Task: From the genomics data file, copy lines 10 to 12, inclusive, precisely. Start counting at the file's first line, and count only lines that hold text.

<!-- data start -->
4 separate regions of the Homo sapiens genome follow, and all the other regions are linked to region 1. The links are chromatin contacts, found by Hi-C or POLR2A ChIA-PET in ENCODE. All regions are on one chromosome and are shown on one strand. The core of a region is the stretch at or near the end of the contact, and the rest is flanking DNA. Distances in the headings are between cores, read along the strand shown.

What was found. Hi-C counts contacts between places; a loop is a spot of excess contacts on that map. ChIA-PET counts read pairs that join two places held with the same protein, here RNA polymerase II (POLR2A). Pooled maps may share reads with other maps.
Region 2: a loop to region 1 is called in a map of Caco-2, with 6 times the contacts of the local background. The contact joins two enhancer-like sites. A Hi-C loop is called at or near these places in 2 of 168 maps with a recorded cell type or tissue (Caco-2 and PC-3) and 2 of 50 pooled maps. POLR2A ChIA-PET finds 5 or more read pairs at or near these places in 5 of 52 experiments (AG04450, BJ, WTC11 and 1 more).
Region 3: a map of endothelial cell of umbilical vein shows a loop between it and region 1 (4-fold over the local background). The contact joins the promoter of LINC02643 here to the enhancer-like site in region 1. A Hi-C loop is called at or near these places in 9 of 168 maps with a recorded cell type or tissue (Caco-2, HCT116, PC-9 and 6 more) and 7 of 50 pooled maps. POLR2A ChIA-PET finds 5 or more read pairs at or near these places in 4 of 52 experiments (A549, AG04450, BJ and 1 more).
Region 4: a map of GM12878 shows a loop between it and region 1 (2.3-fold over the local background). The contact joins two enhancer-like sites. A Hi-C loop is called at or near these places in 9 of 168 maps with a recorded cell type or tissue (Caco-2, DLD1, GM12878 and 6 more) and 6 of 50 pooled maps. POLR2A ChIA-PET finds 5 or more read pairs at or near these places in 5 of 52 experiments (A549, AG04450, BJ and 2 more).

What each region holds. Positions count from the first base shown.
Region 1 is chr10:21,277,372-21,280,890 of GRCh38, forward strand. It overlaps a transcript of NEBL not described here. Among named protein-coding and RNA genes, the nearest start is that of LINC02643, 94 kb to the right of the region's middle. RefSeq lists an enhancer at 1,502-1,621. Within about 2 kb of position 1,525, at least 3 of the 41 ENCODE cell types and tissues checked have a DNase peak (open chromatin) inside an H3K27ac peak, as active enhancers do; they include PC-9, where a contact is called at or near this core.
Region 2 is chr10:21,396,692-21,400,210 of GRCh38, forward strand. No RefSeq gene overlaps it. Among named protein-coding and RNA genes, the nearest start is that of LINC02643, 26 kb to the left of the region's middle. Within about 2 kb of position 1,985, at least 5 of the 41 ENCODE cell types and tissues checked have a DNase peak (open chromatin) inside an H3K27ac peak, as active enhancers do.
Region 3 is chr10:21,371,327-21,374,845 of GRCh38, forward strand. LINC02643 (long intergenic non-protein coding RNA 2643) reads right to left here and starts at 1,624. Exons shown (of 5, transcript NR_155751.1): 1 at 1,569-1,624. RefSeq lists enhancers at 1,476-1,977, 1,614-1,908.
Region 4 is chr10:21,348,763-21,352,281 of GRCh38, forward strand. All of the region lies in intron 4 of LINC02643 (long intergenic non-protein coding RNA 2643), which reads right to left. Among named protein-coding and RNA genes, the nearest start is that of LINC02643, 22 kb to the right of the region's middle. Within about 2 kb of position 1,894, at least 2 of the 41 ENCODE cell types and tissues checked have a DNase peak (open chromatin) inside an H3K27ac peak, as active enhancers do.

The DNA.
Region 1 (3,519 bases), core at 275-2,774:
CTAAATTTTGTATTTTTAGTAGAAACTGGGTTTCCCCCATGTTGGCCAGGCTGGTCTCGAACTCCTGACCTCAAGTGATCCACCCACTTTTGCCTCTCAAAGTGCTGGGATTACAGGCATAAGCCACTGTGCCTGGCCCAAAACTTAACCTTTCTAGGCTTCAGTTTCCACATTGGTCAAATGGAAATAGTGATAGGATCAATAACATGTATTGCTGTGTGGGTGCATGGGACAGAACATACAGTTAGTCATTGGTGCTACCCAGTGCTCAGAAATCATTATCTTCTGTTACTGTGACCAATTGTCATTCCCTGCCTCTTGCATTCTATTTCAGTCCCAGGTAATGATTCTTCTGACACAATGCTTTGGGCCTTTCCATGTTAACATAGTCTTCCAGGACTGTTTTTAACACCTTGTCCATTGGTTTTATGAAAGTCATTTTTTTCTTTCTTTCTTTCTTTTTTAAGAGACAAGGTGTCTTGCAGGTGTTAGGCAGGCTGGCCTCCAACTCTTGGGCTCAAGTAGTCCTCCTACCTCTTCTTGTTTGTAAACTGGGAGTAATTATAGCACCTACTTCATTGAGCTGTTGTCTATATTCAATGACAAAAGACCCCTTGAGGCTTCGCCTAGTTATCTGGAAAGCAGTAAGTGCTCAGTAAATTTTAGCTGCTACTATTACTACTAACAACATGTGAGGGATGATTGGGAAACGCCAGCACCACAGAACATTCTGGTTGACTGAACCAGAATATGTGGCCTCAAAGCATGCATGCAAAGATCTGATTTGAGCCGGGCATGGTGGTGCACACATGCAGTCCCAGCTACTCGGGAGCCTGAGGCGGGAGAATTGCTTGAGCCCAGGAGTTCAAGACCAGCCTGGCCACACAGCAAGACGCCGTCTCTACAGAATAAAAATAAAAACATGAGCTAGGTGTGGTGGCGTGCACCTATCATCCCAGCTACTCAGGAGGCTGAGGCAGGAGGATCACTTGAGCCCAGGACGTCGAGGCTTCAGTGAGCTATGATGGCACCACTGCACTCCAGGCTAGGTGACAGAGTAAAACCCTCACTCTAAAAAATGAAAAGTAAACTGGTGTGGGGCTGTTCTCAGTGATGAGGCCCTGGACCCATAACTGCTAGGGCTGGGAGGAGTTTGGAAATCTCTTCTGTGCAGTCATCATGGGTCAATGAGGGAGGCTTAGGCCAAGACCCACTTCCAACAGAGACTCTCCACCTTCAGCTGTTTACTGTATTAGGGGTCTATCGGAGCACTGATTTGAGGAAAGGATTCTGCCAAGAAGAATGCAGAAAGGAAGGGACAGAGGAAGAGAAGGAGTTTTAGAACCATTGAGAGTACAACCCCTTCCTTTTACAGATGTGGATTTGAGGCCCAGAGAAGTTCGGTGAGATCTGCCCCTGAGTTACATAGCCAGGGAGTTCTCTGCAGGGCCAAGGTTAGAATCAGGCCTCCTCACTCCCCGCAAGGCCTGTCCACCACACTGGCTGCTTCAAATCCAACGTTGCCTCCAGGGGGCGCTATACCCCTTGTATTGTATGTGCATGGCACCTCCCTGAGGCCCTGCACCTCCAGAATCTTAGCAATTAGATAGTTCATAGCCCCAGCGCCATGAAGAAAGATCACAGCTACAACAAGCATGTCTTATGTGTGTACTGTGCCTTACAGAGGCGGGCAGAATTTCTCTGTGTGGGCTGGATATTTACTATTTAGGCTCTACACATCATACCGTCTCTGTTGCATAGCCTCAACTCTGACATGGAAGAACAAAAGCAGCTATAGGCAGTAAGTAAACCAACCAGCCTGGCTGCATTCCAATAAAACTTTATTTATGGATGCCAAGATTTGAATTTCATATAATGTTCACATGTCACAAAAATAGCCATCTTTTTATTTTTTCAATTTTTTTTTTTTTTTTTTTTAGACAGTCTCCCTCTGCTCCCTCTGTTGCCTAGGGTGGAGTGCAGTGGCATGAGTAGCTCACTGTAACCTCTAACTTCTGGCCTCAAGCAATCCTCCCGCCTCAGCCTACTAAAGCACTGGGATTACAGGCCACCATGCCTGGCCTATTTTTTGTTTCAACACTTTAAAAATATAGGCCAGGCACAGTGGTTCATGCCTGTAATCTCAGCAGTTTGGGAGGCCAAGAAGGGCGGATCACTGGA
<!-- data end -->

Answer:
Region 4 is chr10:21,348,763-21,352,281 of GRCh38, forward strand. All of the region lies in intron 4 of LINC02643 (long intergenic non-protein coding RNA 2643), which reads right to left. Among named protein-coding and RNA genes, the nearest start is that of LINC02643, 22 kb to the right of the region's middle. Within about 2 kb of position 1,894, at least 2 of the 41 ENCODE cell types and tissues checked have a DNase peak (open chromatin) inside an H3K27ac peak, as active enhancers do.

The DNA.
Region 1 (3,519 bases), core at 275-2,774: